The British government is cutting back, and so are the Brits -- in hours worked, at least. The average subject of the realm worked 27 fewer hours in 2011 than the year before. (One study speculates the shift is due to increased work flexibility and a move toward more part-time jobs.)

9. Luxembourg - 1,601 hours

Luxembourg has the highest GDP per capita in the world, clocking in at $106,958 a person. It didn't bring in that money with long hours at the office, but if there's a country that can afford to take the time off, it's probably this one.

8. Austria - 1,600 hours

Despite their relaxed work schedule, Austrians have managed to sidestep the worst of the Eurocrisis, and they've done so while being a model for maintaining low unemployment figures. In fact, Vienna has hosted delegations from across the continent trying to learn Austria's secret. Among those struggling countries trying to learn from Austria's example is Spain, which despite its famous siestas doesn't make this list -- employed Spaniards average 1,690 hours of work a year.

7. Belgium - 1,577 hours

The Belgians have it pretty good -- so good that the richest man in France has applied for Belgian citizenship. He's trying to avoid French President Francois Hollande's new taxes on millionaires, but even though he'll be leaving France (which places fourth on this list) he'll still have plenty of free time in Belgium. (And better chocolate.)

6. Ireland - 1,543 hours

Ireland's economy has stumbled lately with growth flattening out and debts rocketing to the point that the Irish government has appealed for aid. The Irish government is doing its best to prevent protests -- and well it should. Given where Ireland falls on this list, the Irish have plenty of free time on their hands to take to the streets.

5. Denmark - 1,522 hours

Not only do the Danes work less than most of the world, the working conditions when they do go to the office are pretty cushy. A British expat writing about Danish offices in the Copenhagen Post cites the myriad gourmet options at the cafeteria and expresses a common sentiment: "Some foreigners mention how Denmark can make you soft in the long-term."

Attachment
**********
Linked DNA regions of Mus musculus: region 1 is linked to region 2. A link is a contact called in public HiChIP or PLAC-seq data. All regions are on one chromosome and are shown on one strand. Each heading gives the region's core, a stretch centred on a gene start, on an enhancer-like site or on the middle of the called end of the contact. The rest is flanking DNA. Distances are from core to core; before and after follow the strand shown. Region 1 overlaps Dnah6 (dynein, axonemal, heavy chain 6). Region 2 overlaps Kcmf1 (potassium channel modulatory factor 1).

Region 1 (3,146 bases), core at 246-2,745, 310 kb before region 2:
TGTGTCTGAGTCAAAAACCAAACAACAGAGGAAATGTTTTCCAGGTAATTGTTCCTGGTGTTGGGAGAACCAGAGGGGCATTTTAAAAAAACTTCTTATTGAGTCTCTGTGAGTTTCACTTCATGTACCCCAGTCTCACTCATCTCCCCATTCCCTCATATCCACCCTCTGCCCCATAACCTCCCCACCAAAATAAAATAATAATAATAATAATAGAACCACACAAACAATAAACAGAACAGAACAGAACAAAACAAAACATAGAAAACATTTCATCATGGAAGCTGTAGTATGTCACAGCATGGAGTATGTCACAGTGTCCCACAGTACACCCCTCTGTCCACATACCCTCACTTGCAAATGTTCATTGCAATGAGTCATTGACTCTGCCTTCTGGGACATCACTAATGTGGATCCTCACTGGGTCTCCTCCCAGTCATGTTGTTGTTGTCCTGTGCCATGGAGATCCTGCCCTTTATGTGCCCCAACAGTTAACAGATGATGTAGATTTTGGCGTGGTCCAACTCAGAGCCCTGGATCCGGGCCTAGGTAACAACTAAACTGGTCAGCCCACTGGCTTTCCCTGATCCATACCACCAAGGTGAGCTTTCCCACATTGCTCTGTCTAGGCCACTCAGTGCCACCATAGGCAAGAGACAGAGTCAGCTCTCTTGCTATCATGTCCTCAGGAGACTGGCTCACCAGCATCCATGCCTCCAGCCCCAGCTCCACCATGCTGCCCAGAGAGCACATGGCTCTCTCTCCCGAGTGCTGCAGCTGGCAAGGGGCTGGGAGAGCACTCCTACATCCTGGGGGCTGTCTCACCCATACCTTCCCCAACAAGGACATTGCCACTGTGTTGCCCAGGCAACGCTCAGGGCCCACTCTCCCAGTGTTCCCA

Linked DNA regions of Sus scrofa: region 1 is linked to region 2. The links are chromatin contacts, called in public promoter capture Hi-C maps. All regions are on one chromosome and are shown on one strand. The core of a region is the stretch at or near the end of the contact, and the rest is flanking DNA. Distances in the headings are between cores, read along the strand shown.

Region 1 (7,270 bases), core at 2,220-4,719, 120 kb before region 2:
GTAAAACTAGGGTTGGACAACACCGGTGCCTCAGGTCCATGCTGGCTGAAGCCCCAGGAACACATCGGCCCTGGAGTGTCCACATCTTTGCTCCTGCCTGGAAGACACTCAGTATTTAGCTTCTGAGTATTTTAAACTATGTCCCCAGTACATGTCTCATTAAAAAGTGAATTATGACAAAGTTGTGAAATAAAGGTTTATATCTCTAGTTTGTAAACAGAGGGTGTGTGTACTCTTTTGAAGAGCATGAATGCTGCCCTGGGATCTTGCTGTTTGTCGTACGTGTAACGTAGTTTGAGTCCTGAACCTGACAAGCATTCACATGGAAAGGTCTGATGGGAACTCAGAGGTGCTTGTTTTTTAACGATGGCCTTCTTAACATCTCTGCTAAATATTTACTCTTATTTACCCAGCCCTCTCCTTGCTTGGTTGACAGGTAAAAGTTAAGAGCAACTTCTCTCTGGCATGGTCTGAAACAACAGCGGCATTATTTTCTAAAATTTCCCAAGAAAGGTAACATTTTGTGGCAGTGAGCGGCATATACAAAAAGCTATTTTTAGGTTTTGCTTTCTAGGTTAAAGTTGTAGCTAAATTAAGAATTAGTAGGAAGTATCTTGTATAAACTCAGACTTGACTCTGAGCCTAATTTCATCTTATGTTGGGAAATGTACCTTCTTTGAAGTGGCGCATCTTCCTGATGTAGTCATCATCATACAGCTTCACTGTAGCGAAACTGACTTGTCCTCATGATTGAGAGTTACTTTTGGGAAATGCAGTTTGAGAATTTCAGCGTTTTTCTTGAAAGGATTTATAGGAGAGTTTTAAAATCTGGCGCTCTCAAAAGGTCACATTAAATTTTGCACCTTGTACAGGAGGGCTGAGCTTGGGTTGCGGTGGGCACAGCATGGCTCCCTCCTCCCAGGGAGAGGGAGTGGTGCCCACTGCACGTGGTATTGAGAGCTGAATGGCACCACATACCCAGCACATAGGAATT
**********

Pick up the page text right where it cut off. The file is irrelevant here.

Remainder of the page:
4. France - 1,476 hours

Times are tough in France, where even the president observes the traditional month-long vacation in the mid-to-late summer. Early tourism stats suggest that France might be working its way down this list for 2012: The French took 10 percent fewer vacations in July 2012 than July 2011, and 4.2 percent fewer vacations in August, according to the French tourism ministry.

3. Norway - 1,426 hours

Norway is on the up and up, with new investments in oil fueling the fastest economic growth in Europe, despite having world's third-lowest average working hours. According to the United Nations, Norway is also the third happiest country in the world. Coincidence?

2. Germany - 1,413 hours

Germany may be the engine of the European economy, but it doesn't take much fuel to run. Germans average more than a week and a half less work a year than their famously leisured French neighbors.

1. Netherlands - 1,379 hours

Playing to stereotypes of coffeeshops and legalized marijuana, the Dutch work less than any other country -- putting in a fifth fewer hours than Americans per year. The United Nations also named the Netherlands the happiest country in the world, which might have something to do with all that spare time.

Mark Dadswell/Getty Images